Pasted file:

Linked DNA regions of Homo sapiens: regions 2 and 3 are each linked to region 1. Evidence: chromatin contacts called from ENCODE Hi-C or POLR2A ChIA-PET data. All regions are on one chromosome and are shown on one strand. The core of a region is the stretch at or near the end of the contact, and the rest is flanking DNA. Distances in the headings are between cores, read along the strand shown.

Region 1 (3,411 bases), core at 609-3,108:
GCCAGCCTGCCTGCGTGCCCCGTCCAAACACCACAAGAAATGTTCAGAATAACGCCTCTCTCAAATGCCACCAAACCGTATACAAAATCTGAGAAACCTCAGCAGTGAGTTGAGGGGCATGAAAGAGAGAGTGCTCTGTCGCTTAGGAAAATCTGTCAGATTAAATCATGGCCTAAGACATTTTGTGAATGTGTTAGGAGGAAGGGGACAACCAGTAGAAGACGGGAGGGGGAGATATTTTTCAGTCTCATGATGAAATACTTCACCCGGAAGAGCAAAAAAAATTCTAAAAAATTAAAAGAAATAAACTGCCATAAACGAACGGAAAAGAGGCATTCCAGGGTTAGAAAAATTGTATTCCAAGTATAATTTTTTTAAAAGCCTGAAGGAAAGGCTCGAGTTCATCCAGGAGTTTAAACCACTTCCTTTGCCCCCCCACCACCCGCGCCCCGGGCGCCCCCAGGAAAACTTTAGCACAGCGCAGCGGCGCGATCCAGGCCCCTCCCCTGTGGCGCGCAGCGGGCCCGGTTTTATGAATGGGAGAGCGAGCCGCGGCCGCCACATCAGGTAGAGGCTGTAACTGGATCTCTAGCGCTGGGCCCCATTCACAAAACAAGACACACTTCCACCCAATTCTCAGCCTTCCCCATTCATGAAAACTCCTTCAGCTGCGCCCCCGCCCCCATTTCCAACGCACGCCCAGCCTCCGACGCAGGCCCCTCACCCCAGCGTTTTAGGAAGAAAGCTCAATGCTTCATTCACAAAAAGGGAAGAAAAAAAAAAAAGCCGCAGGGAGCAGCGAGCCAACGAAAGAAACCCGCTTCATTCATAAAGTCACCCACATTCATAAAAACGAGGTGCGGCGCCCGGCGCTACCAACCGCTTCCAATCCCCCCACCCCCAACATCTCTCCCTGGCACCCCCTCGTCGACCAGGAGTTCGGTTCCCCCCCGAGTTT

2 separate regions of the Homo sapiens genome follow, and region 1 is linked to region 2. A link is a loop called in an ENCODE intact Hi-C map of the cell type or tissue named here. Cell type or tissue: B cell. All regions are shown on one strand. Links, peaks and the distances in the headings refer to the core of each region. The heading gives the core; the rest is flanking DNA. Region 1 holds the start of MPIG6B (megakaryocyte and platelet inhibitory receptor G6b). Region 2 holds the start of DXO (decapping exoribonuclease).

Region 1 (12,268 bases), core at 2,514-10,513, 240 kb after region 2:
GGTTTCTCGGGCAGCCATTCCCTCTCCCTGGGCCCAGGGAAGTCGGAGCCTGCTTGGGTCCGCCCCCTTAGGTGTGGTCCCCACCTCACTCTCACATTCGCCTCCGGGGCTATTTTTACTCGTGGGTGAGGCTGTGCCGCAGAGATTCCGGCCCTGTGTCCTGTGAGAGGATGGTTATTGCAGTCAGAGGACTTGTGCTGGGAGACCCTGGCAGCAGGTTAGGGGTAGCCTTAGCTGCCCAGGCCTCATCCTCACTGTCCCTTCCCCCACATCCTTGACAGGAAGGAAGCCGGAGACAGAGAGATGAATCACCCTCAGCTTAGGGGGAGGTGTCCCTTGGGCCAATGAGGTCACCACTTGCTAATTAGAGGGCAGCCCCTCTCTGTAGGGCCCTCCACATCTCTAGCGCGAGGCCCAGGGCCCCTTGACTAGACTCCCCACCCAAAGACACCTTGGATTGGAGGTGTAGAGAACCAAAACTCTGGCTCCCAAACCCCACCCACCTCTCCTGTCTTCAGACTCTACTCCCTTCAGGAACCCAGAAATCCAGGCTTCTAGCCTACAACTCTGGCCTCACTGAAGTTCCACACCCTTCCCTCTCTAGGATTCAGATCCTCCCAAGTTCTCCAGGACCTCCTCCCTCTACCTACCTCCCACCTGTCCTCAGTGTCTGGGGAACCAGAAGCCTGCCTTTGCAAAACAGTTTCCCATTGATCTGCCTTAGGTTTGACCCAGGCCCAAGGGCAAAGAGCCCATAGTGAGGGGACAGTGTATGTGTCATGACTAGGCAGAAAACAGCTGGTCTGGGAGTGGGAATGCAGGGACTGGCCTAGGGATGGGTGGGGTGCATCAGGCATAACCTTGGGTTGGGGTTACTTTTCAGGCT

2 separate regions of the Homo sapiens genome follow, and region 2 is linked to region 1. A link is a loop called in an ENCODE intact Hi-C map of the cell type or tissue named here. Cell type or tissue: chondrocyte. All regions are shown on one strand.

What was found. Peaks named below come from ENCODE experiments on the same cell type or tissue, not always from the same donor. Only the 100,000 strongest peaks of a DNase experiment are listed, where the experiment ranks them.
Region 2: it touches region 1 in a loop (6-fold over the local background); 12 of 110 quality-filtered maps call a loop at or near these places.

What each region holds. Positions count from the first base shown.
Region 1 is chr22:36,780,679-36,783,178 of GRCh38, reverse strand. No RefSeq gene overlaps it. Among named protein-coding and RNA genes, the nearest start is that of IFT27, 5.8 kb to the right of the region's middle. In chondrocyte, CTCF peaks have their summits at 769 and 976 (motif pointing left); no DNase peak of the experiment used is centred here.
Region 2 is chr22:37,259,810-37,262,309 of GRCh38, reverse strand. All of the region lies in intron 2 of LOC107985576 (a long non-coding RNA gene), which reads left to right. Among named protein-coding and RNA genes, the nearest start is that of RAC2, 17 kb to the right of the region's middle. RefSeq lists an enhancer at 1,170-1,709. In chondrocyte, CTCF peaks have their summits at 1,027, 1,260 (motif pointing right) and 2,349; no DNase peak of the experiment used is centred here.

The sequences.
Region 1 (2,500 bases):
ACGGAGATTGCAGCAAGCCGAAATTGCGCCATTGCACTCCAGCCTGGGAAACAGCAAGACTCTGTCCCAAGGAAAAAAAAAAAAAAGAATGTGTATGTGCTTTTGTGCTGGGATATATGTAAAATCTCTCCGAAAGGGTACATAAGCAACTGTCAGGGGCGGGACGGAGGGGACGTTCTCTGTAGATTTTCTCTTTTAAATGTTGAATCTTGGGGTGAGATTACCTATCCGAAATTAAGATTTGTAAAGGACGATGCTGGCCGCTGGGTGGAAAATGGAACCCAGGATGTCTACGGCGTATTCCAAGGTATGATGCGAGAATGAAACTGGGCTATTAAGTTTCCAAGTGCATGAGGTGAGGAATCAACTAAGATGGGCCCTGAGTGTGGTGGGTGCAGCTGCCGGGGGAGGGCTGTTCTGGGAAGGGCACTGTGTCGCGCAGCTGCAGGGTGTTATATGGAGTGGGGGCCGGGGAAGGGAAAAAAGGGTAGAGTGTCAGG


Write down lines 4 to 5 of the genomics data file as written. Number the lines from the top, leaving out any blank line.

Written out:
2 separate regions of the Homo sapiens genome follow, and region 1 is linked to region 2. A link is a loop called in an ENCODE intact Hi-C map of the cell type or tissue named here. Cell type or tissue: B cell. All regions are shown on one strand. Links, peaks and the distances in the headings refer to the core of each region. The heading gives the core; the rest is flanking DNA. Region 1 holds the start of MPIG6B (megakaryocyte and platelet inhibitory receptor G6b). Region 2 holds the start of DXO (decapping exoribonuclease).

Region 1 (12,268 bases), core at 2,514-10,513, 240 kb after region 2: